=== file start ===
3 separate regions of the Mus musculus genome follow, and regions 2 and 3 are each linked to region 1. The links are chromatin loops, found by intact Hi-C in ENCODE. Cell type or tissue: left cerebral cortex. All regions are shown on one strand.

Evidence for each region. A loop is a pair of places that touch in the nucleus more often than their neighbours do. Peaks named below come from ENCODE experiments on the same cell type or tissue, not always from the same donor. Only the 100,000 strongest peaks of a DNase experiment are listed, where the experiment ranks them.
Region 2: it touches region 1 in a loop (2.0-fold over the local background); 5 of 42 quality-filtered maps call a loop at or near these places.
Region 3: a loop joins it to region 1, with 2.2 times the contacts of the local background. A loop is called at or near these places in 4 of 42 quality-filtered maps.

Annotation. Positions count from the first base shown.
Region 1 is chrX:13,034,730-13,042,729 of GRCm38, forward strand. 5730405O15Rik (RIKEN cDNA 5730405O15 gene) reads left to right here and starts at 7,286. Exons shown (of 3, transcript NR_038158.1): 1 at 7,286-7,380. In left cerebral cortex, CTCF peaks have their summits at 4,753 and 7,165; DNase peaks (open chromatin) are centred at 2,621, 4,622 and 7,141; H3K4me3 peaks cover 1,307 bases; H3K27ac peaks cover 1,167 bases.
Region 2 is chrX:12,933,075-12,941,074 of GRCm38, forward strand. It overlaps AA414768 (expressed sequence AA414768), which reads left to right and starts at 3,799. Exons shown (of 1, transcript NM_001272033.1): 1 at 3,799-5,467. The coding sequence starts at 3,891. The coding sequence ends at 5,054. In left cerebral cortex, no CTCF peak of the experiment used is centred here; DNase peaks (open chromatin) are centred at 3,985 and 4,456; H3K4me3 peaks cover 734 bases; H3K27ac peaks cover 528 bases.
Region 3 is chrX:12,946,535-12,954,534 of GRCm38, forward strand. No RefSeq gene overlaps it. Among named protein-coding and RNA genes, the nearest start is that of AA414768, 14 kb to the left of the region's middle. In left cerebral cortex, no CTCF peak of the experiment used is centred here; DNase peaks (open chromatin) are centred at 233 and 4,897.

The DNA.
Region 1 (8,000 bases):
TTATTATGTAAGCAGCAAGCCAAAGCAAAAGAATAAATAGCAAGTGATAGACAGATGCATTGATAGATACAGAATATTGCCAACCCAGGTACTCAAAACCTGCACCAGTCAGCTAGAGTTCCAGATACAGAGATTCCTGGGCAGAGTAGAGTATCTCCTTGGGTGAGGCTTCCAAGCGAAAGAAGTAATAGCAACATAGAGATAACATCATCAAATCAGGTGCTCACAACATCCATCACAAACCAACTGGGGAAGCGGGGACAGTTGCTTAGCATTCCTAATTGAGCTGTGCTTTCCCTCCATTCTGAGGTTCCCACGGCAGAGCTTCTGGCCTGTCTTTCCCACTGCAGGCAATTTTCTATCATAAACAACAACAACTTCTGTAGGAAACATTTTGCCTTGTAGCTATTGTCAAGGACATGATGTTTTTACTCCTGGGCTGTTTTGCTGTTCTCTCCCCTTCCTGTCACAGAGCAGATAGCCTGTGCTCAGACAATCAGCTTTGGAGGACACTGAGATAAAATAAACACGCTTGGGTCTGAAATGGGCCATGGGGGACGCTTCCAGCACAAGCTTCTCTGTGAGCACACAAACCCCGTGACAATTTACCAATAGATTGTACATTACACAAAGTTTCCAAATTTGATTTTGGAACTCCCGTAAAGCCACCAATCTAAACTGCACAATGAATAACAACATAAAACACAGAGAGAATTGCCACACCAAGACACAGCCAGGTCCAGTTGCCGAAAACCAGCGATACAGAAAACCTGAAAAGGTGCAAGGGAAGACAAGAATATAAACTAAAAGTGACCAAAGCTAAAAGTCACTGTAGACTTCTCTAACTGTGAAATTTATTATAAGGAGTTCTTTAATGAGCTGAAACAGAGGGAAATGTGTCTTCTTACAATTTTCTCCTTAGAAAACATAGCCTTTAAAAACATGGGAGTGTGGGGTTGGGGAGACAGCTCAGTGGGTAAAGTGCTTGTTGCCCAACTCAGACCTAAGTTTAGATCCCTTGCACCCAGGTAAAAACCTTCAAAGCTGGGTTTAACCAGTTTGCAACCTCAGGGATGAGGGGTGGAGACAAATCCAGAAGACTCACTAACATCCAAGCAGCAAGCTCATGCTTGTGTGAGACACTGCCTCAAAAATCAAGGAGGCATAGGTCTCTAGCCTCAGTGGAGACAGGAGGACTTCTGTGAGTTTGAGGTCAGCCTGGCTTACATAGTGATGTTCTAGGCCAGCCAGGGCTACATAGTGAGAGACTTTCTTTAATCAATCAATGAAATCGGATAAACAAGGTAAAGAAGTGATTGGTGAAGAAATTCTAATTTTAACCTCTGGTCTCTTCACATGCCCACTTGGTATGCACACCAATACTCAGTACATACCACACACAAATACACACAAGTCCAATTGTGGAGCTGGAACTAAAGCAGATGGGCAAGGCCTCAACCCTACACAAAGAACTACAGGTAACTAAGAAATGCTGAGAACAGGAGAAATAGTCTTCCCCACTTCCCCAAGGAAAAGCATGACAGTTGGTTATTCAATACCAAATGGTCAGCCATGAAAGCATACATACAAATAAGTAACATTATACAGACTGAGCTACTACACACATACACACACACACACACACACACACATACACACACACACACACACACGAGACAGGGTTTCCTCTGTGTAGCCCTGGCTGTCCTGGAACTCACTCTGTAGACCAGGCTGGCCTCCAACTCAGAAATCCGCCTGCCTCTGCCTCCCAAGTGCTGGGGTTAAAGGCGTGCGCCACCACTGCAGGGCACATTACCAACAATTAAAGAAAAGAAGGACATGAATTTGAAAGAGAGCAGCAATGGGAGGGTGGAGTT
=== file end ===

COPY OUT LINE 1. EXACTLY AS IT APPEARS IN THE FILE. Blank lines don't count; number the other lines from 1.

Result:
3 separate regions of the Mus musculus genome follow, and regions 2 and 3 are each linked to region 1. The links are chromatin loops, found by intact Hi-C in ENCODE. Cell type or tissue: left cerebral cortex. All regions are shown on one strand.